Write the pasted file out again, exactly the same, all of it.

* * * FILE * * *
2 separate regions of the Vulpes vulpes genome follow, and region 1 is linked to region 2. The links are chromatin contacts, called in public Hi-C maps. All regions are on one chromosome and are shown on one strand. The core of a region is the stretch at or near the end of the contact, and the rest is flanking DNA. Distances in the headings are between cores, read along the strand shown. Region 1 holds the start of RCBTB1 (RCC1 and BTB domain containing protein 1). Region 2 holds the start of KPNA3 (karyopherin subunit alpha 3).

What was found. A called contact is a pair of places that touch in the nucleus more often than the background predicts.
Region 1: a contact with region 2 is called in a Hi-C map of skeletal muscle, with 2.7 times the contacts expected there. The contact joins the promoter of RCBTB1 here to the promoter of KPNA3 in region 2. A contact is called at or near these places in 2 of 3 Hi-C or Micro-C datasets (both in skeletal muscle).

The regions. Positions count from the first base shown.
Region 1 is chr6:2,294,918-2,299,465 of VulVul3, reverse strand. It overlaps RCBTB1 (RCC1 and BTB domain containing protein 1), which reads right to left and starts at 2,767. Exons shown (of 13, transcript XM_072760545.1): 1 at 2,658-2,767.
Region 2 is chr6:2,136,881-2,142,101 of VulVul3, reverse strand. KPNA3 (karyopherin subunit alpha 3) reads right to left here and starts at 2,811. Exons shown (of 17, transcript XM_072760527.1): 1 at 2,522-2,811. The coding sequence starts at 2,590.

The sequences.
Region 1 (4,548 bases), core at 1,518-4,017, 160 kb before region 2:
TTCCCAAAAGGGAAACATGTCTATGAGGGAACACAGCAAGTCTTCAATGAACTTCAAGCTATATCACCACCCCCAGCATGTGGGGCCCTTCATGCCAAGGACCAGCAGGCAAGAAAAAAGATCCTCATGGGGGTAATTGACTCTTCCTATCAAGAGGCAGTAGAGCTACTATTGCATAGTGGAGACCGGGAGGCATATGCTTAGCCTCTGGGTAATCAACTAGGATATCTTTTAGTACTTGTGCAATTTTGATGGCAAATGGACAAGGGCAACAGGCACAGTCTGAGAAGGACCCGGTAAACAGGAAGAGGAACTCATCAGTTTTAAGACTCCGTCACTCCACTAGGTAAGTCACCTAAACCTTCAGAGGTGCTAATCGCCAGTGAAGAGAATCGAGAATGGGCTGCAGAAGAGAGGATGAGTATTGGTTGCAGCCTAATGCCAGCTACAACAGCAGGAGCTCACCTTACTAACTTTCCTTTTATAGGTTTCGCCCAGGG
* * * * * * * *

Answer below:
2 separate regions of the Vulpes vulpes genome follow, and region 1 is linked to region 2. The links are chromatin contacts, called in public Hi-C maps. All regions are on one chromosome and are shown on one strand. The core of a region is the stretch at or near the end of the contact, and the rest is flanking DNA. Distances in the headings are between cores, read along the strand shown. Region 1 holds the start of RCBTB1 (RCC1 and BTB domain containing protein 1). Region 2 holds the start of KPNA3 (karyopherin subunit alpha 3).

What was found. A called contact is a pair of places that touch in the nucleus more often than the background predicts.
Region 1: a contact with region 2 is called in a Hi-C map of skeletal muscle, with 2.7 times the contacts expected there. The contact joins the promoter of RCBTB1 here to the promoter of KPNA3 in region 2. A contact is called at or near these places in 2 of 3 Hi-C or Micro-C datasets (both in skeletal muscle).

The regions. Positions count from the first base shown.
Region 1 is chr6:2,294,918-2,299,465 of VulVul3, reverse strand. It overlaps RCBTB1 (RCC1 and BTB domain containing protein 1), which reads right to left and starts at 2,767. Exons shown (of 13, transcript XM_072760545.1): 1 at 2,658-2,767.
Region 2 is chr6:2,136,881-2,142,101 of VulVul3, reverse strand. KPNA3 (karyopherin subunit alpha 3) reads right to left here and starts at 2,811. Exons shown (of 17, transcript XM_072760527.1): 1 at 2,522-2,811. The coding sequence starts at 2,590.

The sequences.
Region 1 (4,548 bases), core at 1,518-4,017, 160 kb before region 2:
TTCCCAAAAGGGAAACATGTCTATGAGGGAACACAGCAAGTCTTCAATGAACTTCAAGCTATATCACCACCCCCAGCATGTGGGGCCCTTCATGCCAAGGACCAGCAGGCAAGAAAAAAGATCCTCATGGGGGTAATTGACTCTTCCTATCAAGAGGCAGTAGAGCTACTATTGCATAGTGGAGACCGGGAGGCATATGCTTAGCCTCTGGGTAATCAACTAGGATATCTTTTAGTACTTGTGCAATTTTGATGGCAAATGGACAAGGGCAACAGGCACAGTCTGAGAAGGACCCGGTAAACAGGAAGAGGAACTCATCAGTTTTAAGACTCCGTCACTCCACTAGGTAAGTCACCTAAACCTTCAGAGGTGCTAATCGCCAGTGAAGAGAATCGAGAATGGGCTGCAGAAGAGAGGATGAGTATTGGTTGCAGCCTAATGCCAGCTACAACAGCAGGAGCTCACCTTACTAACTTTCCTTTTATAGGTTTCGCCCAGGG